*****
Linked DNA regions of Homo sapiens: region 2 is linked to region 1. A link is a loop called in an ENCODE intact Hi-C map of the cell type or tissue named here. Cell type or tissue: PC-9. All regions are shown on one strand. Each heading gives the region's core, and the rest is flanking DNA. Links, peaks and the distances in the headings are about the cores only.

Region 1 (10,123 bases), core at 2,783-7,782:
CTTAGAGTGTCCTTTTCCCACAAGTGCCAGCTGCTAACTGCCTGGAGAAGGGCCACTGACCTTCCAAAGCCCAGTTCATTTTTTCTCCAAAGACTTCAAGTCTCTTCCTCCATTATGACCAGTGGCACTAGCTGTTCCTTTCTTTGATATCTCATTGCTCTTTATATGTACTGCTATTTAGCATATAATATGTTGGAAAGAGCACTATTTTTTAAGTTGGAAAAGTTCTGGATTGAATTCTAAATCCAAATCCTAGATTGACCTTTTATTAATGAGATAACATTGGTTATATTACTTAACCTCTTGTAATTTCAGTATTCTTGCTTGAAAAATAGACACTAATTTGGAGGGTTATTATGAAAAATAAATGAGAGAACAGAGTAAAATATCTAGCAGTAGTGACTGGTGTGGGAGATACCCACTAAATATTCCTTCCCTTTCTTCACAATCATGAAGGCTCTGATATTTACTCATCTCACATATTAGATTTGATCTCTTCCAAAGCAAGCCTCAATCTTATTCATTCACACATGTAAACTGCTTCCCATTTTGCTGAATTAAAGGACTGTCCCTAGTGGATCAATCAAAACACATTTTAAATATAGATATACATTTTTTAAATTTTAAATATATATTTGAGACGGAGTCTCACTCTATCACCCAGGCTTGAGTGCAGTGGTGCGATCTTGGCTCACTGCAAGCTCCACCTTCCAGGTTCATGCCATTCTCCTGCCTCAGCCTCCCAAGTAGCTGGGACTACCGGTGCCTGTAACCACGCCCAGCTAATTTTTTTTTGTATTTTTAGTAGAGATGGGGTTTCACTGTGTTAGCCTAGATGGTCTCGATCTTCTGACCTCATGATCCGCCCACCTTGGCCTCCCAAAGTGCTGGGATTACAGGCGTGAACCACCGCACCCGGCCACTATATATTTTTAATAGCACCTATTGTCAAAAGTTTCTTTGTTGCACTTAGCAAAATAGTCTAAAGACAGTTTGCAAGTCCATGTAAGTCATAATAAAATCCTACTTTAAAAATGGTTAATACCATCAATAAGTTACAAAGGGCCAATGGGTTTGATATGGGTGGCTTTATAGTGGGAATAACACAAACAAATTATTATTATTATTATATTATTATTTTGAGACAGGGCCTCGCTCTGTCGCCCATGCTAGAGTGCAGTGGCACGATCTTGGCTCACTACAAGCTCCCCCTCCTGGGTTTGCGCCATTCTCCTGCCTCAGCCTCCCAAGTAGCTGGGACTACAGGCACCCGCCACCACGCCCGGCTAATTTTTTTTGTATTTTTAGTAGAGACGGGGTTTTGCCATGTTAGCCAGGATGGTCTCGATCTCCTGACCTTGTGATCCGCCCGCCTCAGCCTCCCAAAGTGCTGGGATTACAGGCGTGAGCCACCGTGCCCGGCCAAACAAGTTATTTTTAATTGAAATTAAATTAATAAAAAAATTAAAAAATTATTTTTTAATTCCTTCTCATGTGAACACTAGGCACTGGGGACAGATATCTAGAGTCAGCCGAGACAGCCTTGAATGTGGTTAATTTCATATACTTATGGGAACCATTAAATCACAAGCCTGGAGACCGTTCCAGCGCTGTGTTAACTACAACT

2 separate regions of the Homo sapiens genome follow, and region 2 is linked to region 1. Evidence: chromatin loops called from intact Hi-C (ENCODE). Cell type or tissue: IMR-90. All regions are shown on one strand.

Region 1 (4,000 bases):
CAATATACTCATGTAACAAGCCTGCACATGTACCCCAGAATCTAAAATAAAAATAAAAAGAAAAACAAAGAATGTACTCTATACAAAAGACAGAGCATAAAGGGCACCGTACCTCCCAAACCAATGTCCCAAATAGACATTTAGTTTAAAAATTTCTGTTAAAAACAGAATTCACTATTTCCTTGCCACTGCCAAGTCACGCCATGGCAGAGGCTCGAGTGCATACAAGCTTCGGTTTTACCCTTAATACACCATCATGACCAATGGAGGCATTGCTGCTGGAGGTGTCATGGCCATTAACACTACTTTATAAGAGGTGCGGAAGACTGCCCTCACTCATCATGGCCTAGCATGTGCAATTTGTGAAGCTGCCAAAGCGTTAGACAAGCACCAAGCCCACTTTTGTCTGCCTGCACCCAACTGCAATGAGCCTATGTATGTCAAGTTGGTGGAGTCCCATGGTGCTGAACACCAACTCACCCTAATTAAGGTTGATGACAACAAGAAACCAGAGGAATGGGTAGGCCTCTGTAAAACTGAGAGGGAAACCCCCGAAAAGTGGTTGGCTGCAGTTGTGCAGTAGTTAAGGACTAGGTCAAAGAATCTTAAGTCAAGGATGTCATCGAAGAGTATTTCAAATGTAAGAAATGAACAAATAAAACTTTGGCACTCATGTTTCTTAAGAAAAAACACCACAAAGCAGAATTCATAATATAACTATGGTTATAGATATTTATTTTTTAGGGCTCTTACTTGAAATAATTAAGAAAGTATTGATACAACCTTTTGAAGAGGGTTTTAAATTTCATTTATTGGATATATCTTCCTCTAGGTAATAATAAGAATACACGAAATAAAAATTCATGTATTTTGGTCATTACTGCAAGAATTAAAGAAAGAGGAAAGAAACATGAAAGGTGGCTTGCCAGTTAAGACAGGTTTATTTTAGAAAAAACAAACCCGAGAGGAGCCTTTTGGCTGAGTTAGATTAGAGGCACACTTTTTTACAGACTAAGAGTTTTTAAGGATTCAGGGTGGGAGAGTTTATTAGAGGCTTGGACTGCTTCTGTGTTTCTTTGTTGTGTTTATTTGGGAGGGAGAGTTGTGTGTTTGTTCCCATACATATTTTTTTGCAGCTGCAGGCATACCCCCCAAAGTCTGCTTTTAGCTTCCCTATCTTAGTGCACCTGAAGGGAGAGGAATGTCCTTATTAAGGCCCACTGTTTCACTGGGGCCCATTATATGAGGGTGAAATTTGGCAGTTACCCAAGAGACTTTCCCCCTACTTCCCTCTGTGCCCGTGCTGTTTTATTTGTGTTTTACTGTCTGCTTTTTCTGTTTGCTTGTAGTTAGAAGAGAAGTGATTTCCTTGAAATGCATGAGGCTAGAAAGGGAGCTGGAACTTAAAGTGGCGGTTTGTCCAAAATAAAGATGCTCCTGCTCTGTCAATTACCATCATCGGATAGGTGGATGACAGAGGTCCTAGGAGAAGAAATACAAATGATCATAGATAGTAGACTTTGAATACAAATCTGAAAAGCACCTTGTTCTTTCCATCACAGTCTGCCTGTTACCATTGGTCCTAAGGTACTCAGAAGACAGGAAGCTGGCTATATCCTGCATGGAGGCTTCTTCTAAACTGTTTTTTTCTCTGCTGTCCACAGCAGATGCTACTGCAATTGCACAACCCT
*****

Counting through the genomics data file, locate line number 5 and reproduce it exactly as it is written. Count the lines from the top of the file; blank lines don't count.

Region 1 (4,000 bases):